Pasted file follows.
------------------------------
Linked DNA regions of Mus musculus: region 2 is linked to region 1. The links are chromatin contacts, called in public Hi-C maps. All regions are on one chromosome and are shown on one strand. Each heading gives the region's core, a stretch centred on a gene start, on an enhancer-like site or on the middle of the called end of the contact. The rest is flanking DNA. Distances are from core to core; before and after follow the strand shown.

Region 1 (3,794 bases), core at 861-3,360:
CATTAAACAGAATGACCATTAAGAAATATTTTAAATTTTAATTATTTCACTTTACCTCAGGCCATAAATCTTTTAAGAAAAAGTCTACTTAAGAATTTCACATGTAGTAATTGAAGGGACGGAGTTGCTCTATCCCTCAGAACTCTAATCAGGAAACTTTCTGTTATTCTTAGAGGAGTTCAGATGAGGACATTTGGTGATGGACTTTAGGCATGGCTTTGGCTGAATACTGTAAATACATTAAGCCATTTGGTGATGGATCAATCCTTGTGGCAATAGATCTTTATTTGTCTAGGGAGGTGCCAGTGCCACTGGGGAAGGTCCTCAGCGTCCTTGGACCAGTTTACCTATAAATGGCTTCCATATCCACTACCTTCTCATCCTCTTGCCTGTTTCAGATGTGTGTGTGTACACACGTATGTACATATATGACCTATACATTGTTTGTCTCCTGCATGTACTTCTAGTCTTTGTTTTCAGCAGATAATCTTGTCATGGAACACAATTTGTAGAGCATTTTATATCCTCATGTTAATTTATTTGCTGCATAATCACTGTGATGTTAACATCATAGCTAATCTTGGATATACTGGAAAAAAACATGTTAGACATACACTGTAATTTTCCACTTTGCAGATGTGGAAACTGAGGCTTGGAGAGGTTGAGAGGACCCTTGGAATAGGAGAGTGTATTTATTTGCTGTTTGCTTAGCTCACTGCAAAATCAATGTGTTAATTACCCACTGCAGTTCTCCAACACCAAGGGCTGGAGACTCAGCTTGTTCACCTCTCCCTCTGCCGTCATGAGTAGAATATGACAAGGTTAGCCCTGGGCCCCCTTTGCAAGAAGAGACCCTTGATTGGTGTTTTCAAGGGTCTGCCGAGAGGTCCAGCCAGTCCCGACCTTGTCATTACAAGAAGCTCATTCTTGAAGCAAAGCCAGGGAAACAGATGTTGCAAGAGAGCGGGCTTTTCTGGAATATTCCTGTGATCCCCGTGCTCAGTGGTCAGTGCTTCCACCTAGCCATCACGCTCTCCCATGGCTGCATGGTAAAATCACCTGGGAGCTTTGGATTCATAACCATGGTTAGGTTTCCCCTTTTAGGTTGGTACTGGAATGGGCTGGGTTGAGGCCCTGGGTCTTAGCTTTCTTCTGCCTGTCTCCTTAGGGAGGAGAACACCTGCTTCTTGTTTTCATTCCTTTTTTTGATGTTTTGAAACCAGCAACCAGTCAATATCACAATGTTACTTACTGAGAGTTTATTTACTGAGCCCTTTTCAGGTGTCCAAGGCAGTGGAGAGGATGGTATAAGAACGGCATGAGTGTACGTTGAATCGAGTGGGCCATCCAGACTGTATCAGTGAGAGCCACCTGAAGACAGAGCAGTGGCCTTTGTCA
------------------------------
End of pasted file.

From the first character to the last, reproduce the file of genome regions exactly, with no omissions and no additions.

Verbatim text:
Linked DNA regions of Mus musculus: region 2 is linked to region 1. The links are chromatin contacts, called in public Hi-C maps. All regions are on one chromosome and are shown on one strand. Each heading gives the region's core, a stretch centred on a gene start, on an enhancer-like site or on the middle of the called end of the contact. The rest is flanking DNA. Distances are from core to core; before and after follow the strand shown.

Region 1 (3,794 bases), core at 861-3,360:
CATTAAACAGAATGACCATTAAGAAATATTTTAAATTTTAATTATTTCACTTTACCTCAGGCCATAAATCTTTTAAGAAAAAGTCTACTTAAGAATTTCACATGTAGTAATTGAAGGGACGGAGTTGCTCTATCCCTCAGAACTCTAATCAGGAAACTTTCTGTTATTCTTAGAGGAGTTCAGATGAGGACATTTGGTGATGGACTTTAGGCATGGCTTTGGCTGAATACTGTAAATACATTAAGCCATTTGGTGATGGATCAATCCTTGTGGCAATAGATCTTTATTTGTCTAGGGAGGTGCCAGTGCCACTGGGGAAGGTCCTCAGCGTCCTTGGACCAGTTTACCTATAAATGGCTTCCATATCCACTACCTTCTCATCCTCTTGCCTGTTTCAGATGTGTGTGTGTACACACGTATGTACATATATGACCTATACATTGTTTGTCTCCTGCATGTACTTCTAGTCTTTGTTTTCAGCAGATAATCTTGTCATGGAACACAATTTGTAGAGCATTTTATATCCTCATGTTAATTTATTTGCTGCATAATCACTGTGATGTTAACATCATAGCTAATCTTGGATATACTGGAAAAAAACATGTTAGACATACACTGTAATTTTCCACTTTGCAGATGTGGAAACTGAGGCTTGGAGAGGTTGAGAGGACCCTTGGAATAGGAGAGTGTATTTATTTGCTGTTTGCTTAGCTCACTGCAAAATCAATGTGTTAATTACCCACTGCAGTTCTCCAACACCAAGGGCTGGAGACTCAGCTTGTTCACCTCTCCCTCTGCCGTCATGAGTAGAATATGACAAGGTTAGCCCTGGGCCCCCTTTGCAAGAAGAGACCCTTGATTGGTGTTTTCAAGGGTCTGCCGAGAGGTCCAGCCAGTCCCGACCTTGTCATTACAAGAAGCTCATTCTTGAAGCAAAGCCAGGGAAACAGATGTTGCAAGAGAGCGGGCTTTTCTGGAATATTCCTGTGATCCCCGTGCTCAGTGGTCAGTGCTTCCACCTAGCCATCACGCTCTCCCATGGCTGCATGGTAAAATCACCTGGGAGCTTTGGATTCATAACCATGGTTAGGTTTCCCCTTTTAGGTTGGTACTGGAATGGGCTGGGTTGAGGCCCTGGGTCTTAGCTTTCTTCTGCCTGTCTCCTTAGGGAGGAGAACACCTGCTTCTTGTTTTCATTCCTTTTTTTGATGTTTTGAAACCAGCAACCAGTCAATATCACAATGTTACTTACTGAGAGTTTATTTACTGAGCCCTTTTCAGGTGTCCAAGGCAGTGGAGAGGATGGTATAAGAACGGCATGAGTGTACGTTGAATCGAGTGGGCCATCCAGACTGTATCAGTGAGAGCCACCTGAAGACAGAGCAGTGGCCTTTGTCA